Can the Discovery travel through time again, or will the crew find a way to reopen the battle? Is this an opportunity for Burnham to practice her new negotiation skills from the alternate universe and broker a peace deal with the Klingons? There are two episodes left in the season, and a lot of questions remain about where "Star Trek" will take us next. It's been a hectic few episodes, so the future is very hard to predict. I can't wait to see what's next.

The next episode of "Star Trek: Discovery" goes live on CBS All Access around 8:30 p.m. EST Sunday (Feb. 4).

Random observations about Episode 13:

  • You may see a door in the ship's floor leading into the spore drive, but I see the moon door from "Game of Thrones." Just saying.
  • The name of the episode — "What's Past Is Prologue" — is a reference to the William Shakespeare play "The Tempest," which takes place on a magical island. I guess it's the Shakespearean equivalent of an alternative universe.
  • Speaking of alternate-universe craziness, we got another cameo from Battlestar Galactica's Rekha Sharma, whose real-universe counterpart, Cmdr. Ellen Landry, died early in the "Discovery" season.
  • All that talk of the "no-win scenario" made me think of the Kobayashi Maru — the infamous test for aspiring Starfleet officers in the original series (1966-1969). That was also a scenario that cadets weren't supposed to win, because it taught them how to deal with loss.
  • Cadet Sylvia Tilly (Mary Wiseman) has really toughened up in the alternate universe. Because her alternate-universe counterpart was a captain, she was forced into the role of captain when talking to the Terrans in order to disguise the Discovery. Acting as a captain really did wonders for Tilly's confidence. She's more assertive with her fellow crewmembers, and let's not forget she played a key role in bringing Stamets back to his normal self.
  • Assuming the writers of "Discovery" don't have an outstanding loophole to bring him back, I am going to miss seeing Lorca and Isaac's outstanding performance. As viewers, we knew from the beginning that Lorca was a captain with a troubled past. He wasn't afraid to buck Starfleet's rules, and he had some interesting musings on fate and destiny. He was quite different from other starring captains in the "Star Trek" franchise, and I enjoyed the never-ending game of figuring out his intentions.
  • On a related note, it's a joy to see Georgiou back with us for the time being, because I love how tough she is. I know that Yeoh is listed as a guest star for now; I hope that, at the least, she'll appear as a recurring character. But considering how many characters have died this season, who knows?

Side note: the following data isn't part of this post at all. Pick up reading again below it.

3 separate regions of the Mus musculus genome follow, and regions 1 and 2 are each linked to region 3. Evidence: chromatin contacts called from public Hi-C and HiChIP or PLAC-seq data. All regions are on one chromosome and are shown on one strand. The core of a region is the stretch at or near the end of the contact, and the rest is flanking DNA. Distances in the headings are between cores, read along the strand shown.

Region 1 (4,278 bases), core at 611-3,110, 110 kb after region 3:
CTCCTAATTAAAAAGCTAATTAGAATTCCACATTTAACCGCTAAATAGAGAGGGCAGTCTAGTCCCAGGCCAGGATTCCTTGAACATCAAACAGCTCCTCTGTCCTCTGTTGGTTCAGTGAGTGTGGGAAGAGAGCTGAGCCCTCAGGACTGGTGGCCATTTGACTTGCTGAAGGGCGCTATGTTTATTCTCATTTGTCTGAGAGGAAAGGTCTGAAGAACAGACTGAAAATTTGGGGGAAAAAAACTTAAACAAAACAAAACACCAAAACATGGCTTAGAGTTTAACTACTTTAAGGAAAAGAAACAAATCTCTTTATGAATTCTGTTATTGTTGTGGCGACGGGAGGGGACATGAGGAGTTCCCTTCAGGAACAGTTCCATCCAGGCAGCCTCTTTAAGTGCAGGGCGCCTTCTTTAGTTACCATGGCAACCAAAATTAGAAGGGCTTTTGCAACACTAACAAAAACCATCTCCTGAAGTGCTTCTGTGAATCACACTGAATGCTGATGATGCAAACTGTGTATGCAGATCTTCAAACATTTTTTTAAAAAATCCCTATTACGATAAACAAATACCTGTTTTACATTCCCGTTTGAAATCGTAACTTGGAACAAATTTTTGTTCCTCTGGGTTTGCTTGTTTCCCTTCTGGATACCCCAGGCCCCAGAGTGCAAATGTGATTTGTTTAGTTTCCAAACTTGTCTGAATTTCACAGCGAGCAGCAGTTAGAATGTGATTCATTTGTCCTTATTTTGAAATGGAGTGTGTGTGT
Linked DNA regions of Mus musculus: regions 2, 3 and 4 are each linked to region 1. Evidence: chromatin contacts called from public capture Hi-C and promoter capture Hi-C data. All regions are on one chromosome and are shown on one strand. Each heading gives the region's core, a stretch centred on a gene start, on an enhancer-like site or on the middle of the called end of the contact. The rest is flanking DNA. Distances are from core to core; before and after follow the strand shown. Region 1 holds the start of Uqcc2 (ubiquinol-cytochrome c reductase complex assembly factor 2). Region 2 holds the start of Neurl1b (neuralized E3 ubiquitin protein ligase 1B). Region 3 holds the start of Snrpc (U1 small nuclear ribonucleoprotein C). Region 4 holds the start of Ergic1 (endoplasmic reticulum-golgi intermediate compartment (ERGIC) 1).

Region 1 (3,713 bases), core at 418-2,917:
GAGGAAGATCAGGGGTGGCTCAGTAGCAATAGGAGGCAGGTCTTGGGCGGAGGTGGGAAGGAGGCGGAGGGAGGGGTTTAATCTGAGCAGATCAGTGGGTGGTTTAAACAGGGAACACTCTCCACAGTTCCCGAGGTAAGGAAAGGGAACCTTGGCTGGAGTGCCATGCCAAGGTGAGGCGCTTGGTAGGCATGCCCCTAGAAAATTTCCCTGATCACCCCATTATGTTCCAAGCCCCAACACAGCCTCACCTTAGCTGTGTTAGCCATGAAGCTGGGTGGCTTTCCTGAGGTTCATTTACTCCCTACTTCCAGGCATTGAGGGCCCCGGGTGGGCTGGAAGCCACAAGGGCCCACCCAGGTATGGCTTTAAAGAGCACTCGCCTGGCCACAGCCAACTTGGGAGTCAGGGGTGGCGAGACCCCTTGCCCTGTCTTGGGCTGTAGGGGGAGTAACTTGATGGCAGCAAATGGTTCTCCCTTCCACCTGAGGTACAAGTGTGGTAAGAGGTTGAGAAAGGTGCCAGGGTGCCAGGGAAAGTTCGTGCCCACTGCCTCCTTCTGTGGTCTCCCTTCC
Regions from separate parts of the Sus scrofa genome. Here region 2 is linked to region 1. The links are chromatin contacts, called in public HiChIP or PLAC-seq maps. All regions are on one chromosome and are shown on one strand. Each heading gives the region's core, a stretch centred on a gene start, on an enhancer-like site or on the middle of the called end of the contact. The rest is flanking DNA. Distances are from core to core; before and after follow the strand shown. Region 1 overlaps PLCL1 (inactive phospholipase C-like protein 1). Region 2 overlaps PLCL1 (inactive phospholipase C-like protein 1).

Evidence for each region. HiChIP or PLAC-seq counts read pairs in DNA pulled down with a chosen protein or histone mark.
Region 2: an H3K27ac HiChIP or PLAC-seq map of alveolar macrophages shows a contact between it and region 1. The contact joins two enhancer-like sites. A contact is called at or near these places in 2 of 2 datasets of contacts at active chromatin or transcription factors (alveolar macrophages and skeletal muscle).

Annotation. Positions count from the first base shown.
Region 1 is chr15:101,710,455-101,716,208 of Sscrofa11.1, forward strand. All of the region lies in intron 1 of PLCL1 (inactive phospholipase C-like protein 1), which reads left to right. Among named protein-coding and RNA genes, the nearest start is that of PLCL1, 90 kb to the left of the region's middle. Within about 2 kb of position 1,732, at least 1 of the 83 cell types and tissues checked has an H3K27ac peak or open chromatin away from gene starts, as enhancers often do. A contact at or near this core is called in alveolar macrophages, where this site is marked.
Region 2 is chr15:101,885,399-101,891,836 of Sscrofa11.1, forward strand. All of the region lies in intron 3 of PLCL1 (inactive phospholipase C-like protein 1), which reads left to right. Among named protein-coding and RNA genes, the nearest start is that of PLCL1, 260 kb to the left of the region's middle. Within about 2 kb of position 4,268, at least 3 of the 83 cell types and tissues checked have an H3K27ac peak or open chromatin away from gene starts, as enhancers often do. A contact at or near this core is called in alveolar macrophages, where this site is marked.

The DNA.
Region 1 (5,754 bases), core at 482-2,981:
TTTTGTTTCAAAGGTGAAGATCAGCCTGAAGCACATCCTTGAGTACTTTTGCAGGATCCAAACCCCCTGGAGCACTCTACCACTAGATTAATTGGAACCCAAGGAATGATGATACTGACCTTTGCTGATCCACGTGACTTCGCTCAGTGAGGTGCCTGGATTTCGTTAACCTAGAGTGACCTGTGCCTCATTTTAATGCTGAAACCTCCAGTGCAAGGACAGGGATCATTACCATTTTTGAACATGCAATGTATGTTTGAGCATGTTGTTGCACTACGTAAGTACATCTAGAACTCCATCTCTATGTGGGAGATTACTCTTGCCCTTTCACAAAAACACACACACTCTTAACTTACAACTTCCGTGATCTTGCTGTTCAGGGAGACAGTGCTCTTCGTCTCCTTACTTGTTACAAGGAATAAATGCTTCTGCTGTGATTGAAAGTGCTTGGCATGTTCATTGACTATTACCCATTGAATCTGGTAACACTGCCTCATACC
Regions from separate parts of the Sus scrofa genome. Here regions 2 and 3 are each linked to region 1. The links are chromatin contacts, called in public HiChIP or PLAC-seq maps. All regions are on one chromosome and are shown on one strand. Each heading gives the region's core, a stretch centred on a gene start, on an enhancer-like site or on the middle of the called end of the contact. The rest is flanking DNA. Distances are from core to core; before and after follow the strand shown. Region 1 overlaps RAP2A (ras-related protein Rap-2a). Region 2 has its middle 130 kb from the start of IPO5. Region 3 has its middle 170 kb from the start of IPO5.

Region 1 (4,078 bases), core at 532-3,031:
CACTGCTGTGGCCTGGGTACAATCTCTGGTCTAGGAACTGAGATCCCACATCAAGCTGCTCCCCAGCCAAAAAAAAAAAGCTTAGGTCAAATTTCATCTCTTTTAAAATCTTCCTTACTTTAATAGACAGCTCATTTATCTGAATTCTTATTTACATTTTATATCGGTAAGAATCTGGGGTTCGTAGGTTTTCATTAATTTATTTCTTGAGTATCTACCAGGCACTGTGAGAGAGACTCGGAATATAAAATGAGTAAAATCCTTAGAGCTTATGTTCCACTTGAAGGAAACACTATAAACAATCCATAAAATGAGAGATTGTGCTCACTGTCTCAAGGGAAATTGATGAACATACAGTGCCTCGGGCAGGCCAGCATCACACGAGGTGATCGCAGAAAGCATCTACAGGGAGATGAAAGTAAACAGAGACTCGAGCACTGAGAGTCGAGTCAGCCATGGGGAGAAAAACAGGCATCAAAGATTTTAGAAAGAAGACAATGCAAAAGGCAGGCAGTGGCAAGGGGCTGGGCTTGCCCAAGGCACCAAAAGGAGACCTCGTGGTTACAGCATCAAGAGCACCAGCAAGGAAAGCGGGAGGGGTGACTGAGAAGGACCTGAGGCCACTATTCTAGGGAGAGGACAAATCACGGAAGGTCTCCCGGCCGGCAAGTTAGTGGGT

• There was something really satisfying about seeing the final battle scene that involved swords and knives. Not only was it odd to see something so medieval in a futuristic franchise, but it also reminded me again of the recent rumors that Quentin Tarantino (whose movies involve all sorts of this stuff) will direct the next "Star Trek" movie. I know, different universe, but it still made me smile.

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Elizabeth Howell
Staff Writer, Spaceflight

Elizabeth Howell (she/her), Ph.D., is a staff writer in the spaceflight channel since 2022 covering diversity, education and gaming as well. She was contributing writer for Space.com for 10 years before joining full-time. Elizabeth's reporting includes multiple exclusives with the White House and Office of the Vice-President of the United States, an exclusive conversation with aspiring space tourist (and NSYNC bassist) Lance Bass, speaking several times with the International Space Station, witnessing five human spaceflight launches on two continents, flying parabolic, working inside a spacesuit, and participating in a simulated Mars mission. Her latest book, "Why Am I Taller?", is co-written with astronaut Dave Williams. Elizabeth holds a Ph.D. and M.Sc. in Space Studies from the University of North Dakota, a Bachelor of Journalism from Canada's Carleton University and a Bachelor of History from Canada's Athabasca University. Elizabeth is also a post-secondary instructor in communications and science at several institutions since 2015; her experience includes developing and teaching an astronomy course at Canada's Algonquin College (with Indigenous content as well) to more than 1,000 students since 2020. Elizabeth first got interested in space after watching the movie Apollo 13 in 1996, and still wants to be an astronaut someday. Mastodon: https://qoto.org/@howellspace